Cracking The Truth About Eggs

Have you been told to avoid eggs because you have high cholesterol? At one point, it was thought eggs were damaging to our hearts, but we now know they aren’t nearly as harmful as they were once cracked up to be.

Going back about 45 years, Americans were consuming about 320 eggs per person per year: that’s almost one egg per day. Once fat and cholesterol in the diet became more concerning, eggs were pinpointed because of the cholesterol found in their yolks, and egg consumption dropped drastically.

So what do we know now?

Dietary cholesterol actually has less of an effect on our cholesterol than was once thought. For healthy adults, it’s recommended to limit dietary cholesterol to less than 300 milligrams a day. For individuals with heart disease, diabetes or high cholesterol, it’s recommended to limit dietary cholesterol to less than 200 milligrams per day. You can find cholesterol amounts on food labels. In general, it is suggested to limit egg yolks to 4 times a week or fewer.

Eggs and Nutrition

One large egg contains around 70 calories, 215 mg cholesterol, 6g protein, and 5g fat. So, what are their benefits?

  • They are the gold standard in terms of protein: an egg contains all of the essential amino acids your body needs; it’s a great protein source that may also help you feel fuller for longer.
  • They are a good source of choline which enhances brain development and memory.
  • They are a good source vitamin A which acts as an antioxidant, protecting your body from damaging environmental factors. Vitamin A may also reduce the risk of macular degeneration.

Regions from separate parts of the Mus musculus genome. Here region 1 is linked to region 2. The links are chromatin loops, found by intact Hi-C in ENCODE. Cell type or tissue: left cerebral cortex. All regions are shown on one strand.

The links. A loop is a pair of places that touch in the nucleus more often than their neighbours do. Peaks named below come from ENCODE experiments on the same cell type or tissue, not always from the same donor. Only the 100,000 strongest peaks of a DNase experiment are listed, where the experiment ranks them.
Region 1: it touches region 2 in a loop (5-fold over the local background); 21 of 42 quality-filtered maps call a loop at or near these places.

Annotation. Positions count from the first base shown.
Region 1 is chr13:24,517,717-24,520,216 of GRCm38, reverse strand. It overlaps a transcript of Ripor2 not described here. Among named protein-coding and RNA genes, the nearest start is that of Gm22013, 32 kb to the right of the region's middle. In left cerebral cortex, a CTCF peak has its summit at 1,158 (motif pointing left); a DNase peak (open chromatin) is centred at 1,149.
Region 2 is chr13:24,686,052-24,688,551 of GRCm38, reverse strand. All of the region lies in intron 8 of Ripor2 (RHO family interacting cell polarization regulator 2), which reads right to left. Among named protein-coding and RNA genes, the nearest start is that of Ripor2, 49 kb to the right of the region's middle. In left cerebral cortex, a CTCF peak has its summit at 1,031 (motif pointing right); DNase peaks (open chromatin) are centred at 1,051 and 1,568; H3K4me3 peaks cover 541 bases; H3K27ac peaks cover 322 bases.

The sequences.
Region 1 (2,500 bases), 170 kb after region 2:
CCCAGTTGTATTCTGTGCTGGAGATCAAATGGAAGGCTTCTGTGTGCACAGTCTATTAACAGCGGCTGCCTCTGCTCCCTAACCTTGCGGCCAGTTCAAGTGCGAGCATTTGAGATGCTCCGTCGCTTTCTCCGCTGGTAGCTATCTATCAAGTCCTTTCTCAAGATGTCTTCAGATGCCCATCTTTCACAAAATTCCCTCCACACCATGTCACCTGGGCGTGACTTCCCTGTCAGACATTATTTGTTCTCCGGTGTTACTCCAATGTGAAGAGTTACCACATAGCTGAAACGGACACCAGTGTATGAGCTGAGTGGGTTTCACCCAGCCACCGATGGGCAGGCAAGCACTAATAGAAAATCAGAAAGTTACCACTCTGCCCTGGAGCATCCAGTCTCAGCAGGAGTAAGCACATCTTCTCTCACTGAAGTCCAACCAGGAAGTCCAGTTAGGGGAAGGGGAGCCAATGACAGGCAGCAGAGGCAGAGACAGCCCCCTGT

• They also contain a number of other vitamins and minerals such as riboflavin, vitamin B12, vitamin D, iron, zinc, and thiamin.

Tips on How to Use up Those Leftover Easter Eggs

  • Slice or dice a hardboiled egg and add it to your salad greens for a lower calorie, high protein option that will also add flavor and texture to your meal.
  • Pair an egg with a slice of whole grain toast for an open-faced breakfast sandwich or mid- morning snack for a quick energy booster to get you through a busy morning.
  • Add curry powder or some of your favorite herbs to spice up your egg salad. Mix in a dab of plain non-fat Greek yogurt instead of mayo for a tangy lower fat option.

How to Tell You’re Purchasing Fresh Eggs

  • Egg cartons generally contain a “pack date” and an “expiration” or “sell-by” date. The “pack date” is most often represented by the Julian date. This date is a three digit number that represents the day of the year the product was packaged on. For example, December 31st would be coded as 365, and January 1st would be coded as 001. If eggs are properly refrigerated, they should maintain their quality three to five weeks after they are purchased, or four to five weeks after the Julian date.

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Our Be Fit Nutritionists are comprised of dietetic interns studying at Massachusetts General Hospital. During their internship, they receive training on acute care nutrition, ambulatory and community nutrition, food service systems management, and research. Their comprehensive work is done in collaboration with registered dietitians.

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